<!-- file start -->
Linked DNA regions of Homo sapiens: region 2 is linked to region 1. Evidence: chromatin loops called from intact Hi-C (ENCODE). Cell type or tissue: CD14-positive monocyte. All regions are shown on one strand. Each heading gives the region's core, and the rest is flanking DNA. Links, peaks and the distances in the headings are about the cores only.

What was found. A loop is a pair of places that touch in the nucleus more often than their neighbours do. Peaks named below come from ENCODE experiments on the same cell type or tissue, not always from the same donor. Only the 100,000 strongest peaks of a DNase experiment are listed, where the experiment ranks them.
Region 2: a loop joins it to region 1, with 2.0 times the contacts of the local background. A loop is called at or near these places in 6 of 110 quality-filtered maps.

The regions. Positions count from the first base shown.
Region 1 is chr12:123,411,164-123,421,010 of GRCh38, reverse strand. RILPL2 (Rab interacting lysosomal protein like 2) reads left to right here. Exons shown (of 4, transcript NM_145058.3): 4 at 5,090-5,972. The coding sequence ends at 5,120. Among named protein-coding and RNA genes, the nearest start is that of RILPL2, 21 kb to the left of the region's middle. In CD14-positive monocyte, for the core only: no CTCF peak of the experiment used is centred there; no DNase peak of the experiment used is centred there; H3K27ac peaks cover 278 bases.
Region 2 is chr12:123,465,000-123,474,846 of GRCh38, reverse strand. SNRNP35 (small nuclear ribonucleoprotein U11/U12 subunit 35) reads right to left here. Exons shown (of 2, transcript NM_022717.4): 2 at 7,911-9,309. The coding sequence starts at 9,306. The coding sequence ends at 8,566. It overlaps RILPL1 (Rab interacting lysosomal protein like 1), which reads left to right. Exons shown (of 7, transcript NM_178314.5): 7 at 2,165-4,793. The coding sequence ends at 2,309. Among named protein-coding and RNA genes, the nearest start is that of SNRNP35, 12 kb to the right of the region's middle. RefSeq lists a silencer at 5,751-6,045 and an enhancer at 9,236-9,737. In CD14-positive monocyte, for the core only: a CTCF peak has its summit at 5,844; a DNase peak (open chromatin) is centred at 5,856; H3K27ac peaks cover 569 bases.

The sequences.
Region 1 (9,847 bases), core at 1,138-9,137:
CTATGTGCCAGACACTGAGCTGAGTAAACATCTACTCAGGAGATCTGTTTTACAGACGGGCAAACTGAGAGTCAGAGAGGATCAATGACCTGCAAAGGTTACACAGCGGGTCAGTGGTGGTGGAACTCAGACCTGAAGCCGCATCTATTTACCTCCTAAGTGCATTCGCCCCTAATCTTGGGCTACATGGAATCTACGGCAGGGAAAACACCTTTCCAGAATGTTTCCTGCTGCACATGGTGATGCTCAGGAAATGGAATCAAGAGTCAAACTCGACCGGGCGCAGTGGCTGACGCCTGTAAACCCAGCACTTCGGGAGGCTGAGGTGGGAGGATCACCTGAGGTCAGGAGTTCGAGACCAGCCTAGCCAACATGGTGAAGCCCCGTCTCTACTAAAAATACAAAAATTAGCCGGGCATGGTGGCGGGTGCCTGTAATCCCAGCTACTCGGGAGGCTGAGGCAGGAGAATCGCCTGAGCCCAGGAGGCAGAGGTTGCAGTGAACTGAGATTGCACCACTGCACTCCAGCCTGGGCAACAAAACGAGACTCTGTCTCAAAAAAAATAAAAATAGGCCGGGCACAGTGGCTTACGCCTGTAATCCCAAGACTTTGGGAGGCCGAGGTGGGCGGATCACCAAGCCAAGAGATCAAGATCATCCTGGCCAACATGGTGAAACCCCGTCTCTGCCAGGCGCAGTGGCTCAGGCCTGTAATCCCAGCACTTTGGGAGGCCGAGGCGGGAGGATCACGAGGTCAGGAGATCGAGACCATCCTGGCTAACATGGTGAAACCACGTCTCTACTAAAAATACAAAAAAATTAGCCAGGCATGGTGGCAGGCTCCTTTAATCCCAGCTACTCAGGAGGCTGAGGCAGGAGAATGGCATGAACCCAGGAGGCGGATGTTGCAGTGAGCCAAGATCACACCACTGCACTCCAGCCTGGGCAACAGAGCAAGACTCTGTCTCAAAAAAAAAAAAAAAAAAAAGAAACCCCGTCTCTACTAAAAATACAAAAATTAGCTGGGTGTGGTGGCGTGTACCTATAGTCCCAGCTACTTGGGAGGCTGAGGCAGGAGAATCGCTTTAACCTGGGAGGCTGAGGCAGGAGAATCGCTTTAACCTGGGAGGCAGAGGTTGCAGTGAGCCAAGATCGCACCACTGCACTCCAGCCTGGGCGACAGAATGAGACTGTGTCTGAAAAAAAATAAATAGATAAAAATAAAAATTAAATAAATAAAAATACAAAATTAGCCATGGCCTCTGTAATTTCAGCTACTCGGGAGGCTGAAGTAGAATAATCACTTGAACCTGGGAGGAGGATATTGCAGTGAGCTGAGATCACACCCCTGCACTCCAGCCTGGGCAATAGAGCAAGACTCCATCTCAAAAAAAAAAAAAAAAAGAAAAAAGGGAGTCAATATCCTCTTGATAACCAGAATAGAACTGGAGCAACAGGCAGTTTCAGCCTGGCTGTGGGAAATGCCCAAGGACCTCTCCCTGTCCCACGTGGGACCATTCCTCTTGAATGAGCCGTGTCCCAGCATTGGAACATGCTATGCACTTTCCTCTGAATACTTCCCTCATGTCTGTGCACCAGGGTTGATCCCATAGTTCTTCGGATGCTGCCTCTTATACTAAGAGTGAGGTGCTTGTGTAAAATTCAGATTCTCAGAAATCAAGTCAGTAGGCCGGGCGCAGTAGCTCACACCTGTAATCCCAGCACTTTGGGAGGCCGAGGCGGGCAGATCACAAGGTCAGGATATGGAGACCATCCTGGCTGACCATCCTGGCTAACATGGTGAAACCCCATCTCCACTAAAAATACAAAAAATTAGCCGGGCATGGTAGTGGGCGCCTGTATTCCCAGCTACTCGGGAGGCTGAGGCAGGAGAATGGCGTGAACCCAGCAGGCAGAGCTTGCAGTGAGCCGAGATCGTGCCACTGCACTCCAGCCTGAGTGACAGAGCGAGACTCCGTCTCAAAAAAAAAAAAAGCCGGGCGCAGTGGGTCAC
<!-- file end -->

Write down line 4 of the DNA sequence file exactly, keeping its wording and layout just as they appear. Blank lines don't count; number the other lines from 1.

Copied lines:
The regions. Positions count from the first base shown.